Posted by Curt on 3 March, 2021 at 5:50 am. 2 comments already!



These are almost always euphemisms used by Democrats defending laws they wish existed but do not.Y

Yesterday, the National Shooting Sports Foundation obtained an email from Ashleigh Wilson, legislative director and counsel to House majority whip James Clyburn, urging congressional colleagues to co-sponsor to “The Enhanced Background Check Act.”

The bill, which will likely move forward without any debates, hearings, or mark-ups, is ostensibly meant to close the so-called “Charleston Loophole.”

Here is how Wilson describes it:

Today, Whip Clyburn will be re-introducing the Enhanced Background Check Act of 2021 which will narrow the “Charleston Loophole,” that allows individuals to purchase firearms prior to an approval of their background check. This loophole enabled the gunman who took the lives of nine parishioners at Emanuel A.M.E. Church in Charleston, South Carolina to purchase a firearm to commit this horrendous act.

This is highly misleading. In 2015, the New York Times asserted that those “conducting the background check did not have access to that police report,” a framing that would soon dominate media coverage. In reality, local prosecutors had failed to respond to the FBI’s request for information about Dylann Roof’s case. It was a case of human error, or perhaps negligence, but that doesn’t make it a “loophole.” No ambiguity or inadequacy exists in the law simply because a mistake has undermined it. The FBI is empowered to retrieve a gun after it notices an error was made. If it fails to follow up, that’s a law-enforcement problem.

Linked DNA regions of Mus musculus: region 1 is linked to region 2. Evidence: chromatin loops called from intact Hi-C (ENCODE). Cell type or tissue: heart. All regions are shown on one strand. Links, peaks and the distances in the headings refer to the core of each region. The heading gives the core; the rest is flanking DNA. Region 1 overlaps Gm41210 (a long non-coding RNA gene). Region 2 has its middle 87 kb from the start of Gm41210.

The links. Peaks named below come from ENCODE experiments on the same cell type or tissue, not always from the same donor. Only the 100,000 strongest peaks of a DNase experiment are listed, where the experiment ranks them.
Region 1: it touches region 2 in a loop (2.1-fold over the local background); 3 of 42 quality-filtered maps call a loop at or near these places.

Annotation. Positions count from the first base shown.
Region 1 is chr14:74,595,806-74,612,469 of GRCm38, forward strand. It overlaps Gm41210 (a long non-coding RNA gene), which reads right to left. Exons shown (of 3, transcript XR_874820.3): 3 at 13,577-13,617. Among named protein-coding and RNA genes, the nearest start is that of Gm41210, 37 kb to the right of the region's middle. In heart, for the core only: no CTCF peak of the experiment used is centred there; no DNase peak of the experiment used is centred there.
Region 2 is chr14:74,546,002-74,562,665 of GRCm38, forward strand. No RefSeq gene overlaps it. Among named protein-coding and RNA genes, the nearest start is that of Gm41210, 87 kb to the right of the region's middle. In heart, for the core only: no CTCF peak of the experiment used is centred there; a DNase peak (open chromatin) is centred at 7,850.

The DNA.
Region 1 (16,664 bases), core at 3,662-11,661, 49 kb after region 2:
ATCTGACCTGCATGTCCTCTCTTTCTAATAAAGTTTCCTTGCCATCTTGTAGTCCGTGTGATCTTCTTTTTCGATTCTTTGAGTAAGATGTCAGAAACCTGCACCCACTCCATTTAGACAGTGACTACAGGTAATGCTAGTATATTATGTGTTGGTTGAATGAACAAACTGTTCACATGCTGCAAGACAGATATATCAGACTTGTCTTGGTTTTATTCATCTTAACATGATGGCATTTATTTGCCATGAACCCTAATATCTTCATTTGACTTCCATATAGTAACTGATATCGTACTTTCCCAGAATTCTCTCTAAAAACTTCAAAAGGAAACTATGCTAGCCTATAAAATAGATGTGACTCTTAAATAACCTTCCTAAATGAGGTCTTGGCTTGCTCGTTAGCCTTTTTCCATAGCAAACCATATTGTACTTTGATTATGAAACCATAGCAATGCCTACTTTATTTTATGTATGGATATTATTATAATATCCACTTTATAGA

“This common-sense legislation extends the time allowed for the completion of a background check for firearm sales from three days to ten days, giving the FBI time to completely process each check,” Clyburn explains. (Of course, if it were “common-sense,” he wouldn’t need to tell us.) The National Instant Criminal Background Check System (NICS) processed more background checks this year than any year in history — and it wasn’t even close. The FBI doesn’t need ten days to run those checks, and it didn’t need ten days in 2015, either. Rather, it needed states and localities to enter criminal-possession charges into its system.

The three-day provision exists to ensure that the government — the same government that was home, for instance, to Lois Lerner’s IRS — does not begin arbitrarily delaying Americans the chance to use their Second Amendment rights. Indeed, it was explicitly written into the law for that purpose. Clyburn’s bill, as is the case with all gun-control measures these days, would primarily target lawful people — such as churchgoers who want to protect themselves and other parishioners — and make it more difficult or more time-consuming for them to own guns, while doing nothing of consequence to the people who already ignore the law.

In all likelihood, the bill won’t pass the Senate. Like many others, it is designed to be a political cudgel. But this does not make it harmless. A few years ago, Democrats championed a bill that would have stripped citizens placed on secret government “no-fly lists” of their Second Amendment rights without probable cause or due process, purely so they could ask: Why do Republicans want terrorists to have guns!? Earlier this year, a House bill sought to require every gun owner to undergo a psychological examination, so that Democrats can ask: Why do Republicans want the mentally ill to own guns!? Both Kamala Harris and Joe Biden have promised to turn millions of Americans into criminals by making the AR-15 — a highly popular weapon that is rarely ever used in crimes — illegal, so that Democrats can ask: Why do Republicans want people to have “weapons of war”!? Do these measures improve, or worsen, our political culture and our respect for constitutional norms?

A lot of our debate over gun control is predicated upon myth.

Read more

0 0 votes
Article Rating
Would love your thoughts, please comment.x